I'm a gamer who's lived in Indiana, Colorado, Hawaii and Japan (having majored in Japanese at Indiana University). Beyond the electronic, I'm a fan of of scuba, fencing, movies, anime and creative writing.
I love all kinds of games, from indie, to foreign, to high profile and experimental. I grew up with the NES, SNES and Genesis, and was always a nut for a good RPG.
I'm currently working on a writing focused interactive fiction with a team online, and assisted in map design and writing for Killing Floor when it was a mod.
I'm hoping to bring an interesting voice to the community and I ask for your feedback, your criticism and your support.
Awhile ago, Iíd read an article outlining how games are beginning to target older audiences, in an effort to appeal to the finally-aging fan base of our favorite medium. It was an interesting read, and one that wasnít unexpected, but still struck a chord with me.
Recently though, I was surprised to realize that many of the games Iíd been becoming enraptured with embodied this idea. Now, I have no children, nor am I personally sure Iím ever going to, but I was surprised to see just how strongly these appeal to me.
Iíve never been one to shy away from having an emotional reaction to a good story, so when I say that dad movies always manage to affect me, understand that they usually hit hard. Big Fish, Field of Dreams, etc... these movies always hit home. Strangely enough though, itís the role reversal found in the games Iíve been playing thatís having the same effect.
It started with Red Dead Redemption. Minor spoilers here, nothing too major, but if youíd rather, just skip down after the image. The game took awhile to grip me, but after it did, I was hooked. I really got into Johnís story, his hunt for these men, his desire to protect his family, it became personal. At the end, after all is said and done, the time you get to spend with your son really got to me. It was a fantastic reward, getting to spend time doing mundane things with your child after all the violence and madness.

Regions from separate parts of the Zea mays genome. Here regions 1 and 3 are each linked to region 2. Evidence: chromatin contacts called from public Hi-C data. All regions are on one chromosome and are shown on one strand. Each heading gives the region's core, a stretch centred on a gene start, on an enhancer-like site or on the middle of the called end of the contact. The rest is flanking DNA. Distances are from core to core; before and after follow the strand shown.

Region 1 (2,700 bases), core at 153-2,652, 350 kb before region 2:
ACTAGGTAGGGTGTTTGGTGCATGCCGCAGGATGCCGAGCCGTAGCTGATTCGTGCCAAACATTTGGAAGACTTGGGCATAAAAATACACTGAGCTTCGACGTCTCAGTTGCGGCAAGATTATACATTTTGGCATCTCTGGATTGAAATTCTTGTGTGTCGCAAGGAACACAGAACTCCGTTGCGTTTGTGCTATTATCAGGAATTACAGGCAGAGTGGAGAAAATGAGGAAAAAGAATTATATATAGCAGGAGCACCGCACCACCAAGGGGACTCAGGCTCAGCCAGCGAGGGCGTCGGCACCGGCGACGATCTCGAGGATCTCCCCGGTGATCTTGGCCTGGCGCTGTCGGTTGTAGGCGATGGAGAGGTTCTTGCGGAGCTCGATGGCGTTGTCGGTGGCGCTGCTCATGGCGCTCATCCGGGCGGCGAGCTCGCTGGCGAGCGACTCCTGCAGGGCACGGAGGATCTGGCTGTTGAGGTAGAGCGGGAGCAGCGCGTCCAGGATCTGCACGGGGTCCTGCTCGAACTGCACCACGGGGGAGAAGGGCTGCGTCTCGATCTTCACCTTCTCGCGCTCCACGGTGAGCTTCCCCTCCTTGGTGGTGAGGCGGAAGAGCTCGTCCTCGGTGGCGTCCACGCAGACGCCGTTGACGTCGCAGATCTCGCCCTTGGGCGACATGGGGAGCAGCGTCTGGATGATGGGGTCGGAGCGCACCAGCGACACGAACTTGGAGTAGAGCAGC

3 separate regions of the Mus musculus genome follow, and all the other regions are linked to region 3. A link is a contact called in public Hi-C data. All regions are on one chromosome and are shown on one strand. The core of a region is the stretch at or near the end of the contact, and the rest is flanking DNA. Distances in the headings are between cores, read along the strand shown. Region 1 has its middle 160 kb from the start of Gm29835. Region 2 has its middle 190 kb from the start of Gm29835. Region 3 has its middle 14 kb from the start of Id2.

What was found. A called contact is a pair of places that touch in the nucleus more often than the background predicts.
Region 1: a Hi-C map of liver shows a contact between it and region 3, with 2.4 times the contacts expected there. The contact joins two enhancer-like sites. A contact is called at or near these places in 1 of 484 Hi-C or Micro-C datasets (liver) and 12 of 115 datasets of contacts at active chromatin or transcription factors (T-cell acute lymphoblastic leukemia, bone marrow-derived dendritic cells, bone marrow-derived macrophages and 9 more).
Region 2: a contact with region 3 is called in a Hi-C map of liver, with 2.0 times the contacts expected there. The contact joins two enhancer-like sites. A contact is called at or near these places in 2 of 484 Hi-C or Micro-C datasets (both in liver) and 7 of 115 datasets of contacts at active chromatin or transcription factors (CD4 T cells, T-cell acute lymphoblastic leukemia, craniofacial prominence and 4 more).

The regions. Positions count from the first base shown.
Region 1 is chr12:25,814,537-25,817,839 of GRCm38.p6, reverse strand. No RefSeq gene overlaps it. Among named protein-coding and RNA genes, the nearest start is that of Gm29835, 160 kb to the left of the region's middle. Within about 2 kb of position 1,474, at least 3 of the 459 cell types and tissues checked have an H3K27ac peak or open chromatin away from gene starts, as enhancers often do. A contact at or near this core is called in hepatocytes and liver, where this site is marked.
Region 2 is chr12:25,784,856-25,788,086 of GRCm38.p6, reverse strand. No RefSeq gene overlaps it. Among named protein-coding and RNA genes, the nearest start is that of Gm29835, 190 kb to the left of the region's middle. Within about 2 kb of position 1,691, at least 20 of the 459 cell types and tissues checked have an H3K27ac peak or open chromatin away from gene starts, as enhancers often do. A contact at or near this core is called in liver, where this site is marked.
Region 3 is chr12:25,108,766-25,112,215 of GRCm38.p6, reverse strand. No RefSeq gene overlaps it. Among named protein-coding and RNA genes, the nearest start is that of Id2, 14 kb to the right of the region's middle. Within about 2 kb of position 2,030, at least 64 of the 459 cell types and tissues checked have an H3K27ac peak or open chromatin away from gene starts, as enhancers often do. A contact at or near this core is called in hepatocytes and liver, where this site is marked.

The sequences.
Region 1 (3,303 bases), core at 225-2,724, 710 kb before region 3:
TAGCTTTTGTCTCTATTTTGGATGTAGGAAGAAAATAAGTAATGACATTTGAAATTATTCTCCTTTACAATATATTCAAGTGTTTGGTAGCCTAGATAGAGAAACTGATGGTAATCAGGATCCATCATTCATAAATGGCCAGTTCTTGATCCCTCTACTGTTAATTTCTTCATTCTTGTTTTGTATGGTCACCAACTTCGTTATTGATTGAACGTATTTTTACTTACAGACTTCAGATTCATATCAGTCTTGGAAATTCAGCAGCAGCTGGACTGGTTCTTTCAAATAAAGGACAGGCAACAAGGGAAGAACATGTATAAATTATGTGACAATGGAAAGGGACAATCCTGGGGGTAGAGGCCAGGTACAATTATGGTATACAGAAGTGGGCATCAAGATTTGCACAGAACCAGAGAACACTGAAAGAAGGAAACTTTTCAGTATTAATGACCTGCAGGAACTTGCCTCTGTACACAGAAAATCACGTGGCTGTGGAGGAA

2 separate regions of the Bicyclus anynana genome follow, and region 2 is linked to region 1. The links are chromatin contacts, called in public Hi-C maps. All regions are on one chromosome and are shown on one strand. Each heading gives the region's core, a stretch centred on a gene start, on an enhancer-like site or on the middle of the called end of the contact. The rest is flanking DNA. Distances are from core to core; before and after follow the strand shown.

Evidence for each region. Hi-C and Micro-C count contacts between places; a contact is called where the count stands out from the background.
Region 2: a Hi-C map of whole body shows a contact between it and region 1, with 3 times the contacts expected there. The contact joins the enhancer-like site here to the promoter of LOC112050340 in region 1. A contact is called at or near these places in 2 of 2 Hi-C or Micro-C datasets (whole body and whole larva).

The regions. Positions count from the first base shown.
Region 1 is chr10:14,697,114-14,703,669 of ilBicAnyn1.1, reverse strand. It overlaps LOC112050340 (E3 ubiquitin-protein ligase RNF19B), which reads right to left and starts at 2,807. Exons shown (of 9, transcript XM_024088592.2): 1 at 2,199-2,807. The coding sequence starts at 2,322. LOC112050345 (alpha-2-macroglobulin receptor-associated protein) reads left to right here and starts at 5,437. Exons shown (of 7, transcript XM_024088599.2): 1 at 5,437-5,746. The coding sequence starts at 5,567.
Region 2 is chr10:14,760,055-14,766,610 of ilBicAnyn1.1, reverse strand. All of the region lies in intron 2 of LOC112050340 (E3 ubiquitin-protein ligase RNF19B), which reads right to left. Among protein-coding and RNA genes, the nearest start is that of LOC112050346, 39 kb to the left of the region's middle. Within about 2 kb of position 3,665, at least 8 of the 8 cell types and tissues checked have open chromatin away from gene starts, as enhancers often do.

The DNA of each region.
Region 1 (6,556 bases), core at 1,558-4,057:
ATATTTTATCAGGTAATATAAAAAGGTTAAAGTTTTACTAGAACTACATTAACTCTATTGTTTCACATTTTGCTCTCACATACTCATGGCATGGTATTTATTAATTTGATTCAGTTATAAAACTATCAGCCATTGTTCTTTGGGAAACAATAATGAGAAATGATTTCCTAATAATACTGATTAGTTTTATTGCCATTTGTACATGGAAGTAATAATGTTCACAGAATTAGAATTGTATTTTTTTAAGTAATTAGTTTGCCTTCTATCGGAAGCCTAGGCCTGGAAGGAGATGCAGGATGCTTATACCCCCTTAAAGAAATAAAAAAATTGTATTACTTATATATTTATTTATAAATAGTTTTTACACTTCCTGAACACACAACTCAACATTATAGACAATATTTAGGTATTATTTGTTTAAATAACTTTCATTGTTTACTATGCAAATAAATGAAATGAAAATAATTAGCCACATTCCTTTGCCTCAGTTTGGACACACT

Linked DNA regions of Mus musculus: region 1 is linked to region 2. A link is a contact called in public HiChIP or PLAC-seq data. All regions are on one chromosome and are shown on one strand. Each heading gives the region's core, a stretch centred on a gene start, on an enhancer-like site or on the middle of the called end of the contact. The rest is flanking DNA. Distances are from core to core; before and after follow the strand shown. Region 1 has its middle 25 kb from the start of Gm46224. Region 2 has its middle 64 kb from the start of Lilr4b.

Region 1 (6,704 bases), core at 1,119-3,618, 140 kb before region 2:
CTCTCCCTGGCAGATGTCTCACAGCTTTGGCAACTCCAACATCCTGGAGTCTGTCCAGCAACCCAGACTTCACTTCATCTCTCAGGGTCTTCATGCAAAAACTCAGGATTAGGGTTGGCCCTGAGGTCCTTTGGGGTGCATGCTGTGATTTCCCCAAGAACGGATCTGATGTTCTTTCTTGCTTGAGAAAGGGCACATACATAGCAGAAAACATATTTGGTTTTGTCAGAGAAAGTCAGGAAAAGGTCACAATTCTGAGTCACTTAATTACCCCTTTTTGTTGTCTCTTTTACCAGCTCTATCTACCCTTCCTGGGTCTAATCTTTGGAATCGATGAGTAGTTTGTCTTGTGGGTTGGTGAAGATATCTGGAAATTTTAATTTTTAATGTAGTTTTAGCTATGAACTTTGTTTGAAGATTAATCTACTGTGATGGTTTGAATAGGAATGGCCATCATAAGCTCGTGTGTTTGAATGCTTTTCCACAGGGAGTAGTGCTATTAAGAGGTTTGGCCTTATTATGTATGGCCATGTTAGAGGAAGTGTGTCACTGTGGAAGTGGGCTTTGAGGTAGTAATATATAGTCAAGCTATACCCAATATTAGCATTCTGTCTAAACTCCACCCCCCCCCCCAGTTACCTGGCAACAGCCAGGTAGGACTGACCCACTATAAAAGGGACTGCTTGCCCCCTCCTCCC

My dad can bullet-time kill your dad.
Fast forward to a month or two ago, when I finally stumbled into The Walking Dead. Going in, I knew nothing about this game. The first episode was good, mind you, but the real beauty didnít occur to me until sometime a bit later. Iím talking, of course, about Clementine. For what itís worth, Iíve never encountered a child character more compelling or better realized in a game.
I think it was sometime around chapter 3 that it suddenly hit me that I wasnít making decisions that benefitted my character most or that were the usual choices Iíd make in a game... I was making the choices that I felt were best for Clem. Both Lee and Clemís relationship and watching Kenny fight to keep his family safe really impacted me on a personal level. The moment Clem admitted to putting a bug on Duckís pillow with that mischievous grin, I knew I would do anything to make sure she made it through that game.
Out of context, this picture is sketchy as hell.
Dishonored, which Iím currently playing through, is another game which has a strong father theme. It makes the player question his actions, whether he wants to seek out and realize his revenge for the terrible things done to him or whether he can forgive and let go of these grievances in hopes of not destroying the city that his young ward is meant to inherit. While I donít think Dishonored is particularly well written, the idea is there and it is something I canít help but keep in mind as the Ďchoke a foolí and the Ďstab a foolí options pop up on my screen.
Hit-Girl seems to be collecting screwed up father figures.
I like this trend. I never expected I would, but I like games that put me into this protector sort of position. It feels more real and feels far more emotionally gripping than saving the world or a kingdom or just getting revenge. It forces me to think outside the box. In Far Cry 3, my choices are Ďshoot someone with a rifle from far awayí, Ďsic a bear on peopleí or Ďstab people in the throatí. While an absurdly fun game (emphasis on absurdly fun), these are personal, selfish choices. They donít matter in the long run. Being forced to decide whatís best for another, to weigh my actions according to someone elseís standards... that provides a strong, memorable obstacle for me. I will always remember sweating in front of my monitor, hands frozen on the keyboard, as Clementine looked up at me, patiently awaiting my answer to an absolutely gut-wrenching question.
Well thank goodness there arenít any children around to see this.
How about the rest of you? Do you feel the same way? What moments in games do you remember affecting you due to itís effect not on you or your avatar, but another character?